LAHORE: The Evacuee Trust Property Board organised a Diwali function for Lahore’s Hindu community on Thursday.
Fairy lights, and earthen oil lamps bedecked the age-old Krishna Mandir near the river Ravi, which seems to be a forgotten, crumbling building. Everyone from little girls to old women wearing colourful clothes, make-up and costume jewellery joined the festival. While the men wore more sober colours, some of the younger ones could not stop themselves from wearing glitzy shirts especially for the festival of lights.
For Hindus, Diwali is not just a festival. The act of lighting candles means that Good has won over Evil, enacted in their religious legends by the story of Sita and Rawan and how Ram saved her and destroyed Rawan.
Although some Hindus celebrated privately in the smaller Valmiki Mandir near Neela Gumbad, Anarkali, most converged at the Krishna Mandir. Valmiki is a caste in Hinduism and is a euphemism for ‘untouchable’.
During the festival, the main focus was on the ‘pooja’ and ‘aarti’, two traditions in the Hindu religion.
Devotees lit candles and diyas, distributed sweets and offered special prayers for the prosperity of their families and dear ones as well as for peace in the country.
“We are very thankful to the government for organising this pooja for us and to provide us with proper security here,” says Pushpa, a worshipper.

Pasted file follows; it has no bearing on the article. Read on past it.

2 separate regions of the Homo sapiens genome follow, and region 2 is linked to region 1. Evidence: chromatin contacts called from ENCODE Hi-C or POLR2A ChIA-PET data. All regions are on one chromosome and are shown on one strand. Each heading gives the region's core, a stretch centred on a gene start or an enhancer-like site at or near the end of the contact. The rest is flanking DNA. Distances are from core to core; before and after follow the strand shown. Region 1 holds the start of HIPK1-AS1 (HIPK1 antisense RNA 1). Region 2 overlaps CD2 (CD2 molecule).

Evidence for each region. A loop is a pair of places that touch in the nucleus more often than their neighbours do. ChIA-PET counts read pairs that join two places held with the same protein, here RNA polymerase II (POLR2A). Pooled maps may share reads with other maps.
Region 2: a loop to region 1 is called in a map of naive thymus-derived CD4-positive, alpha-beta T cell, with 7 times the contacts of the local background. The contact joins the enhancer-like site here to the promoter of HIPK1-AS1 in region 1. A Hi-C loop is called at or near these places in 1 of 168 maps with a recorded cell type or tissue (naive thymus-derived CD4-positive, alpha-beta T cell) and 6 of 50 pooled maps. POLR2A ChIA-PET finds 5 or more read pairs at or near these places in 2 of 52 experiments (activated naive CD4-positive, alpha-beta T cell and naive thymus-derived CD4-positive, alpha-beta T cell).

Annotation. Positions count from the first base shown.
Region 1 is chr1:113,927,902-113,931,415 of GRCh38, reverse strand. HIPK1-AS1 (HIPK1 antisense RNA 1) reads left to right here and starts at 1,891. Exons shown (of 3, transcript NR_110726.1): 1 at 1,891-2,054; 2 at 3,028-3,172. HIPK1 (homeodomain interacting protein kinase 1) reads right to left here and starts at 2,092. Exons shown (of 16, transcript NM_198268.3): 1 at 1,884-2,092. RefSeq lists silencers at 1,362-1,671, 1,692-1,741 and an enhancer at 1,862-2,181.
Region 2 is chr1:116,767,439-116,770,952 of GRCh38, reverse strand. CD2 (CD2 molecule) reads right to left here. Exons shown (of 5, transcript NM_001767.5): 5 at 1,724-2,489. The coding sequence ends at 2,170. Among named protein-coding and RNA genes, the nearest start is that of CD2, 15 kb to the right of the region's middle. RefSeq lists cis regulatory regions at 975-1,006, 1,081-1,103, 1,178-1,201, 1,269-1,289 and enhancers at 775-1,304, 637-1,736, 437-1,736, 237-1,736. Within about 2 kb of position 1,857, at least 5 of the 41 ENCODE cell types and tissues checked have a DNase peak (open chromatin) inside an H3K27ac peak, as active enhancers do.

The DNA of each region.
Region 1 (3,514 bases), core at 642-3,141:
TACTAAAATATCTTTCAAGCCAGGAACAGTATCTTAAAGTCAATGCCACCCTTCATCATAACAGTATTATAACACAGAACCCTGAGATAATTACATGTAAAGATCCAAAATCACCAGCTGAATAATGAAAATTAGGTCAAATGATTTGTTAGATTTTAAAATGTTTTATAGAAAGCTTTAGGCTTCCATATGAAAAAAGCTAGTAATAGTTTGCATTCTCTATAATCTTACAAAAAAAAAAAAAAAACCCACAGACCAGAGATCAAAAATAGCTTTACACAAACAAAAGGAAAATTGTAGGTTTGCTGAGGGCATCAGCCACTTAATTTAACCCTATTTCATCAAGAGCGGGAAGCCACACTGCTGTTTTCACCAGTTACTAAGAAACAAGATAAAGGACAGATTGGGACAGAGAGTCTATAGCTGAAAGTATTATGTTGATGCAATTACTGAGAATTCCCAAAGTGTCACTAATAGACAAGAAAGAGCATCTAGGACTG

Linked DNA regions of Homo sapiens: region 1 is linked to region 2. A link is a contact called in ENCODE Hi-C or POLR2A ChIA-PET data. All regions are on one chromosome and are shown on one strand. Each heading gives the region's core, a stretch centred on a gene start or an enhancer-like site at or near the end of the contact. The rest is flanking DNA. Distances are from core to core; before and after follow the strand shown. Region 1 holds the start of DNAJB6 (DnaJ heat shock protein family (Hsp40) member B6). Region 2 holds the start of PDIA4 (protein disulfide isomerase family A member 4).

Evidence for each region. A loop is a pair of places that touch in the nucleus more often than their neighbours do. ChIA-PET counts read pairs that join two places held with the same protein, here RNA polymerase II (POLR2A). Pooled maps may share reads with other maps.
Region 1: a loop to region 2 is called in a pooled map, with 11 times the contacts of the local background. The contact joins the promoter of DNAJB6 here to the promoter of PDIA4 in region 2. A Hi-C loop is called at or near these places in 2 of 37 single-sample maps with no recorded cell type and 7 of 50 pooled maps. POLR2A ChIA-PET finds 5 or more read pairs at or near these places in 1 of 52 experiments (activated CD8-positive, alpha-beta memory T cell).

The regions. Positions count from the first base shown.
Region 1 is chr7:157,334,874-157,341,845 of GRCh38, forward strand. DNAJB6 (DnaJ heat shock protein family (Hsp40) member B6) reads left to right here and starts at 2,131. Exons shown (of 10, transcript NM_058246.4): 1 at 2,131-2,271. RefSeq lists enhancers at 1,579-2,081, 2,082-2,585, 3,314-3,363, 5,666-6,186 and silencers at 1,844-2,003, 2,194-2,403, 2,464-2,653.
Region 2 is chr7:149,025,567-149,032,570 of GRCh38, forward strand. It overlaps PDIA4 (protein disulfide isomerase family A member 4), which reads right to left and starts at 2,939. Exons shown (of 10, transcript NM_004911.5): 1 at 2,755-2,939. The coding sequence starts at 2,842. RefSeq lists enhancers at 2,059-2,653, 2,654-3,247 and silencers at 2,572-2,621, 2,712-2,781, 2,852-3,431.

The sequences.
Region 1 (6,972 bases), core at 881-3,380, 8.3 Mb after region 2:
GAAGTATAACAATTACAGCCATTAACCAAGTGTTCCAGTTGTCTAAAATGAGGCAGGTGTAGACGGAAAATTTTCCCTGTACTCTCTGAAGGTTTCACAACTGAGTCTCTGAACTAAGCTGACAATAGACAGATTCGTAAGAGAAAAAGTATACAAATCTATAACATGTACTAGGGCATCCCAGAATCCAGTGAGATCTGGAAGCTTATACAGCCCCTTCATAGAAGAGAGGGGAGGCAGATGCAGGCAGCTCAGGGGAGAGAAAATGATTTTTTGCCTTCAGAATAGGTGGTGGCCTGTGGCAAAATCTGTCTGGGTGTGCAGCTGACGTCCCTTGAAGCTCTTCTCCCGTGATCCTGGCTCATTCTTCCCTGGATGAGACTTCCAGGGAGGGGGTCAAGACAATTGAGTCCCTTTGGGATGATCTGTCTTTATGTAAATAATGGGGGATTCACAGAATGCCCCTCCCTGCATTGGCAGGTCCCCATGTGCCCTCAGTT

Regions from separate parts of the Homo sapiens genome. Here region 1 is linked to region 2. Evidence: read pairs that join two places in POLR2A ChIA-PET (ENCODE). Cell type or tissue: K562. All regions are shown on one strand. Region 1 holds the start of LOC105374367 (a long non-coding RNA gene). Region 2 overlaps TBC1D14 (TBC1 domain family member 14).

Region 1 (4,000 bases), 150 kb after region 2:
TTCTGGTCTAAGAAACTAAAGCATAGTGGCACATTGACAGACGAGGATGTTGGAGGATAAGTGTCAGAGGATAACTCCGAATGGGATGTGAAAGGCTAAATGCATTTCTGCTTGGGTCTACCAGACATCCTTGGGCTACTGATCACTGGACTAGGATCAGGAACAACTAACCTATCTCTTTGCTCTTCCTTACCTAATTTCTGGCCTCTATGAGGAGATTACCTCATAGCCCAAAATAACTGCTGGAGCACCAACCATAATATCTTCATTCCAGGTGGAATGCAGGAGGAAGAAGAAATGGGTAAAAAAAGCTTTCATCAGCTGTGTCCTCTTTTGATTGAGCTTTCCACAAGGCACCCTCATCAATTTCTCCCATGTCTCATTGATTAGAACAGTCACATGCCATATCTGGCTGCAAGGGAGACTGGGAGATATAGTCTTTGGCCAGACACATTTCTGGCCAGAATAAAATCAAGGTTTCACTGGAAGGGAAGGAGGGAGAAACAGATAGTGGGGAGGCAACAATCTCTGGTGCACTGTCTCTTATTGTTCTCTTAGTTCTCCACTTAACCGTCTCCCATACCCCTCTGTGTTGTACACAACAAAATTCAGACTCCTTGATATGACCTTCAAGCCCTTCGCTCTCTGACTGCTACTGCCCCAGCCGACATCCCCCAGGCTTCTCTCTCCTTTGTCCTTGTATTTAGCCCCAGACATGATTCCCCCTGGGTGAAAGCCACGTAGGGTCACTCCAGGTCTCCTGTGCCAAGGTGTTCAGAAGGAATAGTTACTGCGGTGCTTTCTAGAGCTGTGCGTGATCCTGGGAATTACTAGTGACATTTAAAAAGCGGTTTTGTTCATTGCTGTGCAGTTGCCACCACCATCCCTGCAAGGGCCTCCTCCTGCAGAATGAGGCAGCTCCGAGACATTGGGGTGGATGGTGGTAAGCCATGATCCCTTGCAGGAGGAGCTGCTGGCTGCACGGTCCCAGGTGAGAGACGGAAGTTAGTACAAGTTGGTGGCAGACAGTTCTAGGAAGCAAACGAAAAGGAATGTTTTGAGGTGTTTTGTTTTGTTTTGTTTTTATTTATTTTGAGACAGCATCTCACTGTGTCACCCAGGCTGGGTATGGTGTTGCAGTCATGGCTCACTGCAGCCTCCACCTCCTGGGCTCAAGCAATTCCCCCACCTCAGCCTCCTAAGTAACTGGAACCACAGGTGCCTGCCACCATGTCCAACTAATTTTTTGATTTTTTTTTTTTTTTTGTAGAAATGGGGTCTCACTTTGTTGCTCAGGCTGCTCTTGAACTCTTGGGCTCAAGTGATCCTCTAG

Heavily made-up, she looks like a newly married bride, her crimson stained middle parting, and gleaming eyes reflecting dozens of oil lamps around her. She has saved up for getting a new dress stitched and although most of the Hindu community in Lahore does not come from a wealthy class, they save up especially for their festivals.
Like every year, the Evacuee Trust Property Board made special arrangements on this occasion and in the central ceremony of Diwali organised by the board at Krishna Mandir. Hindu Panchayat leaders were also present at the occasion. Special chapters from the Ramayan were read out and the story of Ram and Sita was given special focus.
But Hindu worshippers also passed on a message of peace for their Pakistani brothers and sisters. They said the level of violence had risen all over the country. “We are not politicised and we aim to live in this beloved country without causing any trouble,” said Sanjesh, forefigure of a Hindu peace wing committee, which also works online.